SPEAKER: Long island's been known for the water, for the working waterfront, since it was first colonized, and actually the Native Americans did that as well. They worked in the water. In my family, I'm the son of a [? bayman ?] and a boat builder. So I've been on the water my entire life literally. And so my first memories were working on the water, digging for clams, helping my father build boats, and he still does that to this day.
So it's pretty exciting for me to be involved with this field and be involved with a project that helps to enhance that resource and to also support commercial fishing. I think it's important. That's one of the things that's different about Cornell Cooperative Extension is that we like the aspect of our work that involves working with people that work on the water. It's not just protecting and preserving but enhancing, so people can make a living on the water, and that's somewhat unique in this day and age.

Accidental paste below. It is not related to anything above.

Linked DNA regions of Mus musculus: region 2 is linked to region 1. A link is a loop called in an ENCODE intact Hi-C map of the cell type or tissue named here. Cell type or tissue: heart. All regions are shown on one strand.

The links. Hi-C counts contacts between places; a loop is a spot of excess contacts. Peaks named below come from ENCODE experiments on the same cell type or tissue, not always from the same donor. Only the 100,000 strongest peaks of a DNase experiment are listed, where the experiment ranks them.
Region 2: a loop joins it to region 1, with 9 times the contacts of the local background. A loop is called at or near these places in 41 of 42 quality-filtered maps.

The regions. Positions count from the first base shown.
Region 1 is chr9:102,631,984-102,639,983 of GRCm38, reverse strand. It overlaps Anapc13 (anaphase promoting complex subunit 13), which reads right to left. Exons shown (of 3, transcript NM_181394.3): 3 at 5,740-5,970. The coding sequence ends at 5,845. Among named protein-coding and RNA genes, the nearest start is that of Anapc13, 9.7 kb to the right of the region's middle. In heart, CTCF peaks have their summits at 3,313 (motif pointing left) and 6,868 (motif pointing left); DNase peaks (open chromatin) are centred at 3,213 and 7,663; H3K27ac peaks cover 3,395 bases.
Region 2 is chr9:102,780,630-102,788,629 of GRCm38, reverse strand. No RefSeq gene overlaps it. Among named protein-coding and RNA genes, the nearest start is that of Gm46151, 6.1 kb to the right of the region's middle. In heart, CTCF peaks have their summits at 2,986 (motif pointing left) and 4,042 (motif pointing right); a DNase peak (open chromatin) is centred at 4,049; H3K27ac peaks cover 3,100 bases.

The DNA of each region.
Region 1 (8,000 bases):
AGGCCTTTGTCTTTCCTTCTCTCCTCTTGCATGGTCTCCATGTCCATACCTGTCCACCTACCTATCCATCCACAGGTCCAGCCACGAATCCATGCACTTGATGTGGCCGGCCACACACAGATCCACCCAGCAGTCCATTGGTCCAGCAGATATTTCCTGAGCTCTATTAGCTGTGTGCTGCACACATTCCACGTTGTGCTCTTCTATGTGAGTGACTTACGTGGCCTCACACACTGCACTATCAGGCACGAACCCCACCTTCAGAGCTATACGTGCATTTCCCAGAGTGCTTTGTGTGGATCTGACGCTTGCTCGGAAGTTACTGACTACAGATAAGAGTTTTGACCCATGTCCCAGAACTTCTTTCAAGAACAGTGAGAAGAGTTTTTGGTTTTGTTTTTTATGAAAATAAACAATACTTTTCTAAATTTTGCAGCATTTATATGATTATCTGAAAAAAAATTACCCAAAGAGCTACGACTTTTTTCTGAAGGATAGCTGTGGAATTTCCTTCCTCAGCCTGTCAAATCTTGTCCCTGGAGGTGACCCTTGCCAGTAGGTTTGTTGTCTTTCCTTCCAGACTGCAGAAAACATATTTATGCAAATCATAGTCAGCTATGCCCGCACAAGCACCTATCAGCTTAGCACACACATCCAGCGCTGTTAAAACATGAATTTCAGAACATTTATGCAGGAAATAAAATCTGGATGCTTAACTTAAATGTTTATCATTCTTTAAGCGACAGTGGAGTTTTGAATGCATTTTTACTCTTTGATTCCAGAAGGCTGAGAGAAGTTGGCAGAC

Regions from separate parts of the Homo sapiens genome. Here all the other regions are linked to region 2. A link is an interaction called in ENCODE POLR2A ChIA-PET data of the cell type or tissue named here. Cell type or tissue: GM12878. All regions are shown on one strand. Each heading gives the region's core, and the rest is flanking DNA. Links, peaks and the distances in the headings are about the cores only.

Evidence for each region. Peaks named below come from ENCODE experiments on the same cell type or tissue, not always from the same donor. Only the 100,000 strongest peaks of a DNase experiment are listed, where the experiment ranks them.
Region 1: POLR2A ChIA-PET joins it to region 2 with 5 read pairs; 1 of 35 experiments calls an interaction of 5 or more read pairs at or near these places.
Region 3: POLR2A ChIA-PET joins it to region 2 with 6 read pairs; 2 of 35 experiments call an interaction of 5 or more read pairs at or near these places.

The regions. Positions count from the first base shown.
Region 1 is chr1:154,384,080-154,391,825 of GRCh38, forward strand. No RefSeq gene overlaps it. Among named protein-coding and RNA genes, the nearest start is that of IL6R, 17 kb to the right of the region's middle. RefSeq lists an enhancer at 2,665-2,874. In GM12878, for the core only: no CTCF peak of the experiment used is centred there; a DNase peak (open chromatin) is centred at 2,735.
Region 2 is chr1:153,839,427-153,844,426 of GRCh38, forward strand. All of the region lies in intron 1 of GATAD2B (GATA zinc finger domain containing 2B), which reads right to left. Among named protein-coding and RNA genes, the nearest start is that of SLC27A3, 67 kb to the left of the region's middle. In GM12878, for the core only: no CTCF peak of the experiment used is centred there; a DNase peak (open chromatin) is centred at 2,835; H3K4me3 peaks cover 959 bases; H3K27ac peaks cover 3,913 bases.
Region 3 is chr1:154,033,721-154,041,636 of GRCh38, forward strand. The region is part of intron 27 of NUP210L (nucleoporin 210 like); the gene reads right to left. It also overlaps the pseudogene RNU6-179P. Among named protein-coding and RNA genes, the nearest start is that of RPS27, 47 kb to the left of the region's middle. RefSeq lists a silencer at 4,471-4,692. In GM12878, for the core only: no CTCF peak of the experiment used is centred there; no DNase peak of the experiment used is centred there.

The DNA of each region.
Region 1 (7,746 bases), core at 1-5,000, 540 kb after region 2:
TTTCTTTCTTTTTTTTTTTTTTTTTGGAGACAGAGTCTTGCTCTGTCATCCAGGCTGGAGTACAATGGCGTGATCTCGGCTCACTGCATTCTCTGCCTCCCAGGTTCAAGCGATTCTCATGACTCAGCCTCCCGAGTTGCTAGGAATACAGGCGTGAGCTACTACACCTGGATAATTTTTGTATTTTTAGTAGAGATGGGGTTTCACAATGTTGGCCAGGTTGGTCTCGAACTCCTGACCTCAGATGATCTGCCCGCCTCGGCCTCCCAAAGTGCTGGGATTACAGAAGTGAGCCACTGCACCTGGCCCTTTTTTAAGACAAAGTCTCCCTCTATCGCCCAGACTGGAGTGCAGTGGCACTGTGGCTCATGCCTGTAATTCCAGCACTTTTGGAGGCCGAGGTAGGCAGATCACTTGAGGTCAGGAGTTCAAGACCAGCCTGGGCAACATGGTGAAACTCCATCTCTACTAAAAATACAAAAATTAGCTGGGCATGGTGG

People tend to want to have kind of a stand-off approach and just observe it from afar. Whereas, we're thinking about how it affects people's lives, how it's important to them. What's their background? What makes them excited about where they live? And Long Island is a unique place, because of that, because of that rural Maritime heritage and landscape, and I come from that. That's my roots, so it's important to me.
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Chris Pickerell, M.S. '93, marine program director at Cornell Cooperative Extension of Suffolk County, describes how Cornell is helping to enhance Long Island’s maritime culture and economy by restoring its native shellfish populations.